Individual Coverage Health Reimbursement Arrangements or ICHRAs, have been on our minds since the Trump Administration released final rules formally allowing businesses to pay for their employees’ individual health insurance premiums under certain conditions. When a proposed rule recently came out to create compliance safe harbors for companies that set up ICHRAs, we started talking about them even more.
Of course, we’ve gone to the nerd heaven that is pondering nuances related to ICHRA establishment and implementation. But eventually our conversations always wrap around to the same question – Are individual coverage HRAs really going to transform the world of employee benefits, especially right away? Should ICHRAs provoke an existential crisis?
We’ve concluded no. Here’s why:
They are tricky. Even though ICHRAs are described as a silver bullet for employers who want to offer health insurance without getting their hands dirty, that’s fake news. Individual coverage HRAs are self-funded health plans, subject to ERISA, parts of the ACA, COBRA, HIPAA and Section 105(h), Section 125 and Medicare rules. That alphabet soup comes with a side of significant compliance responsibilities for group plan sponsors.
ICHRAs don’t allow for a true cost comparison. Employees can’t be offered both an individual coverage HRA and a traditional major medical plan. So a company needs to pick one option to offer to each legitimate class of employees. If an employer chooses an ICHRA, then it must give affected employees a detailed notice about this plan option at least 90 days ahead of time in almost all circumstances. That means, to craft a valid notice and meet the deadline, most businesses must commit to offering an individual coverage HRA at least 120 days before open enrollment starts. That timeframe is much earlier than when next year’s premium rates will be available for any traditional coverage alternative. So, an employer can never perform a real cost/benefit analysis.
The ICHRA safe harbors aren’t entirely safe. The two ICHRA regulations out so far set up some compliance safe harbors for employers. But even still, complications, liability, and cost issues persist. The proposed affordability safe harbor requires applicable large employers (ALEs) to base their contribution level on the price of the cheapest silver plan, rather than a bronze plan that would be more representative of traditional “minimum value” coverage. There is no age-rating safe harbor, so ALEs will need to customize contribution amounts for each employee to keep costs in check. Employers will also need to contend with existing Age Discrimination in Employment Act rules to ensure a fair and legal contribution for all employees. That’s a great deal of work, it may impact costs, and it may generate employee complaints.
Nondiscrimination rules will also be an issue. The rules do provide partial nondiscrimination safe harbors, but an employer plan could still fail Section 105(h) testing with an ICHRA offering. Plus, it remains unclearhow individual coverage HRAs can meet the current Section 125 plan nondiscrimination testing requirements.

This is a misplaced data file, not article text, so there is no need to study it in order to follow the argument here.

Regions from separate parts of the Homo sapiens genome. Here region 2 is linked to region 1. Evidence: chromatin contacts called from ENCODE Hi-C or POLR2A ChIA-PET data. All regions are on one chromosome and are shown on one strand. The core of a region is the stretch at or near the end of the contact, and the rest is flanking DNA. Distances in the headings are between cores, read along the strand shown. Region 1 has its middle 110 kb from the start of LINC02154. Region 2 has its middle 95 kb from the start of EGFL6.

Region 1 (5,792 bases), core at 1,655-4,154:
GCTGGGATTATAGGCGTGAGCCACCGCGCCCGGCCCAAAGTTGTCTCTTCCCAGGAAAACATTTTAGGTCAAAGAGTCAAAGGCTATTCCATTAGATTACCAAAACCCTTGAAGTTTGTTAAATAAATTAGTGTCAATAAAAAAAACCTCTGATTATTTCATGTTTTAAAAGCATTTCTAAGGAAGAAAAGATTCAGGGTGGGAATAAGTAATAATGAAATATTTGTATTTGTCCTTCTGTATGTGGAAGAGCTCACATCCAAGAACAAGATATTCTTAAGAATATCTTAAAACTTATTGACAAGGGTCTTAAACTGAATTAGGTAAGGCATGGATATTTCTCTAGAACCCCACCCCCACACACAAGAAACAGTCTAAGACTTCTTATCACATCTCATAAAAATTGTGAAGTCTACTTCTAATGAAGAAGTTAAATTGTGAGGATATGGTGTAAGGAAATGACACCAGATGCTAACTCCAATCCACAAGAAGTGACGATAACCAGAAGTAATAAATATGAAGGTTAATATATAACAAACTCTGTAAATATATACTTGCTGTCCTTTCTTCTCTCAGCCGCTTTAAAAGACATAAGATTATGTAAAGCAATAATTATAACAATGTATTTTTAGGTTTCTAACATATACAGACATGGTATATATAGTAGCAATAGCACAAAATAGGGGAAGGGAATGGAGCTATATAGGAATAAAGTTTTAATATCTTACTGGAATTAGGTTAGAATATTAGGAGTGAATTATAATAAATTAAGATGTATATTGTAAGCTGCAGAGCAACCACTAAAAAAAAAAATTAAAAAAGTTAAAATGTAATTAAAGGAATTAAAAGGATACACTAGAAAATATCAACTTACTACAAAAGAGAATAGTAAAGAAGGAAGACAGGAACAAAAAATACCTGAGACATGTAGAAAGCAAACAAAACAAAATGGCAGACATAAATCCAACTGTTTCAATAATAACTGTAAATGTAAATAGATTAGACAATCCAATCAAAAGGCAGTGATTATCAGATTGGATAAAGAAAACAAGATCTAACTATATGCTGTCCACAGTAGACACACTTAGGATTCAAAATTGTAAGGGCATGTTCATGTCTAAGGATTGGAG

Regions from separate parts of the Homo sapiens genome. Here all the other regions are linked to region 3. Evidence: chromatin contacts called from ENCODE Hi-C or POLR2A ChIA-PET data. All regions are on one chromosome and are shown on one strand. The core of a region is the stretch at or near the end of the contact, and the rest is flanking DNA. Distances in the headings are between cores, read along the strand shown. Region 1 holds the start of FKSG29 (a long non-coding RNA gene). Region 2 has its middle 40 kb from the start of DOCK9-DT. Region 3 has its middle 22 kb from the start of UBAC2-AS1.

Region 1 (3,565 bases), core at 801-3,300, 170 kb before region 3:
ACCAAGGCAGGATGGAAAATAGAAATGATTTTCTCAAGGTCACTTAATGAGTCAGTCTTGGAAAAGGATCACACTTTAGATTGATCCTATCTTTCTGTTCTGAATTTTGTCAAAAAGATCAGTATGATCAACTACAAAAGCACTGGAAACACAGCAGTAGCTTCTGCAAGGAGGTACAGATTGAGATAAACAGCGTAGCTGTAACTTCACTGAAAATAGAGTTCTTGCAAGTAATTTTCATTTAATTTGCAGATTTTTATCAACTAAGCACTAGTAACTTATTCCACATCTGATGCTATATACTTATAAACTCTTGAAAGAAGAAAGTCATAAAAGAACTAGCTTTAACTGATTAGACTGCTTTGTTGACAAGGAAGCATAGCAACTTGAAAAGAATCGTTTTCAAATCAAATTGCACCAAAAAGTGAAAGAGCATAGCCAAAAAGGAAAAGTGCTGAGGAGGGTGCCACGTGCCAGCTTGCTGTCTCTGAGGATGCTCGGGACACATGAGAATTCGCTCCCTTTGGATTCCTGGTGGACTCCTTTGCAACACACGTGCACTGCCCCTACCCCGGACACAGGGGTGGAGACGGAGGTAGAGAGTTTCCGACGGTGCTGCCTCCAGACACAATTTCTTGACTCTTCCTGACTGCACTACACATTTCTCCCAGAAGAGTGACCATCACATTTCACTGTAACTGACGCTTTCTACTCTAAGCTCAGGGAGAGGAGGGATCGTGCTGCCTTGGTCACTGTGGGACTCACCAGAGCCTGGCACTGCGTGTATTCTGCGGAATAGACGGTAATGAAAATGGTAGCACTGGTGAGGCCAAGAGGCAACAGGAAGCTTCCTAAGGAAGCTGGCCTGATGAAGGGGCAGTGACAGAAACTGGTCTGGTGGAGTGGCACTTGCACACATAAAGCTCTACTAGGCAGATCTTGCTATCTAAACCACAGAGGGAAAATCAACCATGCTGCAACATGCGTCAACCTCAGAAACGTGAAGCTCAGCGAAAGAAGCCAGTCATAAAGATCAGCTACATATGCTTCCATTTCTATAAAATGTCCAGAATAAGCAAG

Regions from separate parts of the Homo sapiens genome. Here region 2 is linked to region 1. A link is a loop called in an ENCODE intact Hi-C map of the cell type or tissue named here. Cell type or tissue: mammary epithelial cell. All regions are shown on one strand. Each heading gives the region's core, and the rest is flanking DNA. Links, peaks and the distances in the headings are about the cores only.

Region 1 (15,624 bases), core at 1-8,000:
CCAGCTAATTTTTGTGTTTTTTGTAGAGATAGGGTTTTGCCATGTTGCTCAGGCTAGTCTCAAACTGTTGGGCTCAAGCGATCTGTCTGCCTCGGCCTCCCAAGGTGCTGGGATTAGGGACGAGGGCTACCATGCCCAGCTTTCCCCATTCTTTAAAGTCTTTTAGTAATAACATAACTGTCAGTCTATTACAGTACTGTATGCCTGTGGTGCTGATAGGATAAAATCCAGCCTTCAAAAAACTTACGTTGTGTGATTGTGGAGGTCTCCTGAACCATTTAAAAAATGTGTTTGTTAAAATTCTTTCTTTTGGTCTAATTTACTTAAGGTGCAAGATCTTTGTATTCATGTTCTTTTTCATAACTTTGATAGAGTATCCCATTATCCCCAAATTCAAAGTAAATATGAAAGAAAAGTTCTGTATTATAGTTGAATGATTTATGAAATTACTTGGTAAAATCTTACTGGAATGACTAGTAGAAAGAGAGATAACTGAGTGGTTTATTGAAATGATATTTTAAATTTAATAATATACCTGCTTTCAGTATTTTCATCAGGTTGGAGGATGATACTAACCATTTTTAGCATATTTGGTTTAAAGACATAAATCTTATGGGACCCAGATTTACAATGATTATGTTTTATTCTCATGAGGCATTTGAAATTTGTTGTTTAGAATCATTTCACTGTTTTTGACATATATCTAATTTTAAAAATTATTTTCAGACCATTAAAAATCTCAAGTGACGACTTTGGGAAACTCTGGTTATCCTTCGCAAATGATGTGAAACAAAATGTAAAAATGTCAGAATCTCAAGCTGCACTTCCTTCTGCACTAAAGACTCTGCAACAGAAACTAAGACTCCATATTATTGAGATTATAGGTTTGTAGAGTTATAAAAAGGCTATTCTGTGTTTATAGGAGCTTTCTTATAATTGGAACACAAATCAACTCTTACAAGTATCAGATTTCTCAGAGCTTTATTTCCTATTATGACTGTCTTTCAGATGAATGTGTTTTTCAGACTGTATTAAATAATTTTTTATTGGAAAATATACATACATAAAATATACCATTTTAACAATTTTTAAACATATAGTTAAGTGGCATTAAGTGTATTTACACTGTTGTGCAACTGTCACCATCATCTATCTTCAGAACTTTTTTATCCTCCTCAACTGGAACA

The provisions to protect plan sponsors from assuming ERISA fiduciary responsibility for their employee’s individual coverage raise questions too. A mistake in this area could trigger incredible legal and financial obligations for the employer.
An ICHRA might make people you are trying to please unhappy. Offering an ICHRA an is all-in decision. But recent survey data shows that 71 percent of employees really like their current employer-provided coverage, even though costs are a concern. Fifty-six percent of covered employees say that their current health coverage package is a key factor keeping them in their current job. ICHRAs represent a total shift from traditional group benefits. Plus, even an ICHRA contribution that meets ACA “affordability” standards may not be enough money to cover all of an employee’s coverage costs. So, a business owner could invest a lot of time, money and effort on an ICHRA program and wind up with some pretty disgruntled employees.
There are still a lot of known unknowns. The Trump Administration has promised more detailed guidance about how employers can avoid assuming ERISA fiduciary responsibility for the individual coverage their employees buy with HRA funds, but so far that guidance hasn’t materialized. Employer reporting instructions and forms are also still outstanding, as are further clarifications about the applicability of Section 125 rules. Since there are still requirements to finalize, employer reporting companies and HRA service providers can’t confirm exactly how they will be able to help employers yet. All of these factors should make many employers cautious, particularly for 2020.
There are definitely some employers and brokers who find the whole ICHRA concept inherently appealing, and others that think it is a good option for specific classes of employees. To those people, we say go for it – there is a path for you to move forward. We also say that compliance assistance and a sound liability strategy are really critical with this benefit plan option, so let’s talk a little bit more, because we might be able to help.
But if you are skeptical, or you think your clients, company, and employees will always prefer a more traditional group benefit arrangements, just know that you are in good company!
Now, beyond wondering about this existential crisis, we also have an important question for all of you. What do you call this new creation? When the two of us talk, we’ve been using the anacronym ICHRA. We pronounce it ICK-hrah, with a heavy emphasis on the ICK. But maybe our wariness is affecting the way we enunciate? Please tell us—what are your thoughts about the introduction of Individual Coverage HRAs into the group benefit space? And is there a cute name for them that we can all agree on? Friends, let’s discuss!